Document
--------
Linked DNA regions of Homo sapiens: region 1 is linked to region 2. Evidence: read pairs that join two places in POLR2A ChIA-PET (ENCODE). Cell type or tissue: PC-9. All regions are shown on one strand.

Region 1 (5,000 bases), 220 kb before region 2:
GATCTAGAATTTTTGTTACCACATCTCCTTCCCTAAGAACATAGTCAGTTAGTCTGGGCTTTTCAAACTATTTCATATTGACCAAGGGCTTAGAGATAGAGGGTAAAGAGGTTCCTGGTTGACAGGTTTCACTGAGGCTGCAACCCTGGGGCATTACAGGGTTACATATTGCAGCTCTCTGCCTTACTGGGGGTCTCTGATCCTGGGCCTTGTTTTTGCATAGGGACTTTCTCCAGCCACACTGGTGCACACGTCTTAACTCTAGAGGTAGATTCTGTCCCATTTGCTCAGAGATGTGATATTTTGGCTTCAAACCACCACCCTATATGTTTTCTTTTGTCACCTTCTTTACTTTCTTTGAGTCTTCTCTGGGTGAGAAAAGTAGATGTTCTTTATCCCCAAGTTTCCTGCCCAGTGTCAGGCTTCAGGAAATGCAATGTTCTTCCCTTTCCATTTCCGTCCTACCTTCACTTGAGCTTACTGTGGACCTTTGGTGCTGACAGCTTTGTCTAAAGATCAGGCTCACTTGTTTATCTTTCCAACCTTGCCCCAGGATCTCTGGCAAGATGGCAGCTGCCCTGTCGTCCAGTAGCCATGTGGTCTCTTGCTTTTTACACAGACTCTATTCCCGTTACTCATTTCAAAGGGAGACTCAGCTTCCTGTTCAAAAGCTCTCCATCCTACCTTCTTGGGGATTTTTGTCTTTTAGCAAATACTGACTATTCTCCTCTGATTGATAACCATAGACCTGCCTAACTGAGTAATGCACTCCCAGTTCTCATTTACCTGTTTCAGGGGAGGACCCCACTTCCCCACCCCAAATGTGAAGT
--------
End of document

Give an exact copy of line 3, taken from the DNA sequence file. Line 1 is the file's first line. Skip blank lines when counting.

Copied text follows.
GATCTAGAATTTTTGTTACCACATCTCCTTCCCTAAGAACATAGTCAGTTAGTCTGGGCTTTTCAAACTATTTCATATTGACCAAGGGCTTAGAGATAGAGGGTAAAGAGGTTCCTGGTTGACAGGTTTCACTGAGGCTGCAACCCTGGGGCATTACAGGGTTACATATTGCAGCTCTCTGCCTTACTGGGGGTCTCTGATCCTGGGCCTTGTTTTTGCATAGGGACTTTCTCCAGCCACACTGGTGCACACGTCTTAACTCTAGAGGTAGATTCTGTCCCATTTGCTCAGAGATGTGATATTTTGGCTTCAAACCACCACCCTATATGTTTTCTTTTGTCACCTTCTTTACTTTCTTTGAGTCTTCTCTGGGTGAGAAAAGTAGATGTTCTTTATCCCCAAGTTTCCTGCCCAGTGTCAGGCTTCAGGAAATGCAATGTTCTTCCCTTTCCATTTCCGTCCTACCTTCACTTGAGCTTACTGTGGACCTTTGGTGCTGACAGCTTTGTCTAAAGATCAGGCTCACTTGTTTATCTTTCCAACCTTGCCCCAGGATCTCTGGCAAGATGGCAGCTGCCCTGTCGTCCAGTAGCCATGTGGTCTCTTGCTTTTTACACAGACTCTATTCCCGTTACTCATTTCAAAGGGAGACTCAGCTTCCTGTTCAAAAGCTCTCCATCCTACCTTCTTGGGGATTTTTGTCTTTTAGCAAATACTGACTATTCTCCTCTGATTGATAACCATAGACCTGCCTAACTGAGTAATGCACTCCCAGTTCTCATTTACCTGTTTCAGGGGAGGACCCCACTTCCCCACCCCAAATGTGAAGT